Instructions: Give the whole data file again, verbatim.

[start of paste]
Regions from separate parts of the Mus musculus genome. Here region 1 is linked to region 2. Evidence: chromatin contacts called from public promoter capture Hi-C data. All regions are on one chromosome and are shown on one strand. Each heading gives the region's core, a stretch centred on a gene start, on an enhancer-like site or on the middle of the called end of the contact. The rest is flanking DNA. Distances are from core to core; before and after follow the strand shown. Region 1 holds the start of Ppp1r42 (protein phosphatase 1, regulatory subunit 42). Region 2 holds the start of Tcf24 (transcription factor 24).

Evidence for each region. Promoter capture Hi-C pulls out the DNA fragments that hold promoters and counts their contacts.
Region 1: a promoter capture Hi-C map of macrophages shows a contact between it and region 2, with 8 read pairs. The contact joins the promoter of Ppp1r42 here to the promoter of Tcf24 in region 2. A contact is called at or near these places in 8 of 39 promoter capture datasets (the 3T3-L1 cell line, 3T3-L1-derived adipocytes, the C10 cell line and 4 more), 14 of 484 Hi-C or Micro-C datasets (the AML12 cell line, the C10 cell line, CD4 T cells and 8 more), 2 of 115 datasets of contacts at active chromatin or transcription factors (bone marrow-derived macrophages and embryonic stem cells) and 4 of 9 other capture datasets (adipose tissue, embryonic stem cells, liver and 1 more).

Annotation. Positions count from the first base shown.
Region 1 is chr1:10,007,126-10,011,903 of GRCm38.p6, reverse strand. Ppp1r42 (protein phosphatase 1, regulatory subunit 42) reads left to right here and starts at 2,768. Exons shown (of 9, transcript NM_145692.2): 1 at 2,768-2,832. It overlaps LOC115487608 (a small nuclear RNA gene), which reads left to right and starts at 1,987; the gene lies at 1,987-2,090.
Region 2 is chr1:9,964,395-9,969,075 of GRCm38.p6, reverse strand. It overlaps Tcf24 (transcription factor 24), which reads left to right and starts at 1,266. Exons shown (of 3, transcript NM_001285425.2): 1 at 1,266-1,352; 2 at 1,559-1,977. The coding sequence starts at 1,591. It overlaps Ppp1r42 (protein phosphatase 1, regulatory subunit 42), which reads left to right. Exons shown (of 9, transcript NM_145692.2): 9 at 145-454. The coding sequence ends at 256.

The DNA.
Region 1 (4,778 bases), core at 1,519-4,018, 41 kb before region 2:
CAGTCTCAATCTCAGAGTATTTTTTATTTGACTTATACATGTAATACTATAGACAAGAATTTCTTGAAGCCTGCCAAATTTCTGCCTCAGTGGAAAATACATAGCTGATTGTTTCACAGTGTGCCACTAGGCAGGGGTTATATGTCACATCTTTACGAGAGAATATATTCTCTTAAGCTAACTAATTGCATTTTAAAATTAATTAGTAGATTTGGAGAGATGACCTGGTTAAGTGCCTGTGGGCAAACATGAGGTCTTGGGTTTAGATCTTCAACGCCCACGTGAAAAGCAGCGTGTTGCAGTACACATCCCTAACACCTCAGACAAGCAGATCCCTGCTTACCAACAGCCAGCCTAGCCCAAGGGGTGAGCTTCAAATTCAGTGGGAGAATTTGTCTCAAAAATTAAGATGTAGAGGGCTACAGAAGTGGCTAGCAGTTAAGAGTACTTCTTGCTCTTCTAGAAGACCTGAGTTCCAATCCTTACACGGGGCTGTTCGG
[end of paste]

Regions from separate parts of the Mus musculus genome. Here region 1 is linked to region 2. Evidence: chromatin contacts called from public promoter capture Hi-C data. All regions are on one chromosome and are shown on one strand. Each heading gives the region's core, a stretch centred on a gene start, on an enhancer-like site or on the middle of the called end of the contact. The rest is flanking DNA. Distances are from core to core; before and after follow the strand shown. Region 1 holds the start of Ppp1r42 (protein phosphatase 1, regulatory subunit 42). Region 2 holds the start of Tcf24 (transcription factor 24).

Evidence for each region. Promoter capture Hi-C pulls out the DNA fragments that hold promoters and counts their contacts.
Region 1: a promoter capture Hi-C map of macrophages shows a contact between it and region 2, with 8 read pairs. The contact joins the promoter of Ppp1r42 here to the promoter of Tcf24 in region 2. A contact is called at or near these places in 8 of 39 promoter capture datasets (the 3T3-L1 cell line, 3T3-L1-derived adipocytes, the C10 cell line and 4 more), 14 of 484 Hi-C or Micro-C datasets (the AML12 cell line, the C10 cell line, CD4 T cells and 8 more), 2 of 115 datasets of contacts at active chromatin or transcription factors (bone marrow-derived macrophages and embryonic stem cells) and 4 of 9 other capture datasets (adipose tissue, embryonic stem cells, liver and 1 more).

Annotation. Positions count from the first base shown.
Region 1 is chr1:10,007,126-10,011,903 of GRCm38.p6, reverse strand. Ppp1r42 (protein phosphatase 1, regulatory subunit 42) reads left to right here and starts at 2,768. Exons shown (of 9, transcript NM_145692.2): 1 at 2,768-2,832. It overlaps LOC115487608 (a small nuclear RNA gene), which reads left to right and starts at 1,987; the gene lies at 1,987-2,090.
Region 2 is chr1:9,964,395-9,969,075 of GRCm38.p6, reverse strand. It overlaps Tcf24 (transcription factor 24), which reads left to right and starts at 1,266. Exons shown (of 3, transcript NM_001285425.2): 1 at 1,266-1,352; 2 at 1,559-1,977. The coding sequence starts at 1,591. It overlaps Ppp1r42 (protein phosphatase 1, regulatory subunit 42), which reads left to right. Exons shown (of 9, transcript NM_145692.2): 9 at 145-454. The coding sequence ends at 256.

The DNA.
Region 1 (4,778 bases), core at 1,519-4,018, 41 kb before region 2:
CAGTCTCAATCTCAGAGTATTTTTTATTTGACTTATACATGTAATACTATAGACAAGAATTTCTTGAAGCCTGCCAAATTTCTGCCTCAGTGGAAAATACATAGCTGATTGTTTCACAGTGTGCCACTAGGCAGGGGTTATATGTCACATCTTTACGAGAGAATATATTCTCTTAAGCTAACTAATTGCATTTTAAAATTAATTAGTAGATTTGGAGAGATGACCTGGTTAAGTGCCTGTGGGCAAACATGAGGTCTTGGGTTTAGATCTTCAACGCCCACGTGAAAAGCAGCGTGTTGCAGTACACATCCCTAACACCTCAGACAAGCAGATCCCTGCTTACCAACAGCCAGCCTAGCCCAAGGGGTGAGCTTCAAATTCAGTGGGAGAATTTGTCTCAAAAATTAAGATGTAGAGGGCTACAGAAGTGGCTAGCAGTTAAGAGTACTTCTTGCTCTTCTAGAAGACCTGAGTTCCAATCCTTACACGGGGCTGTTCGG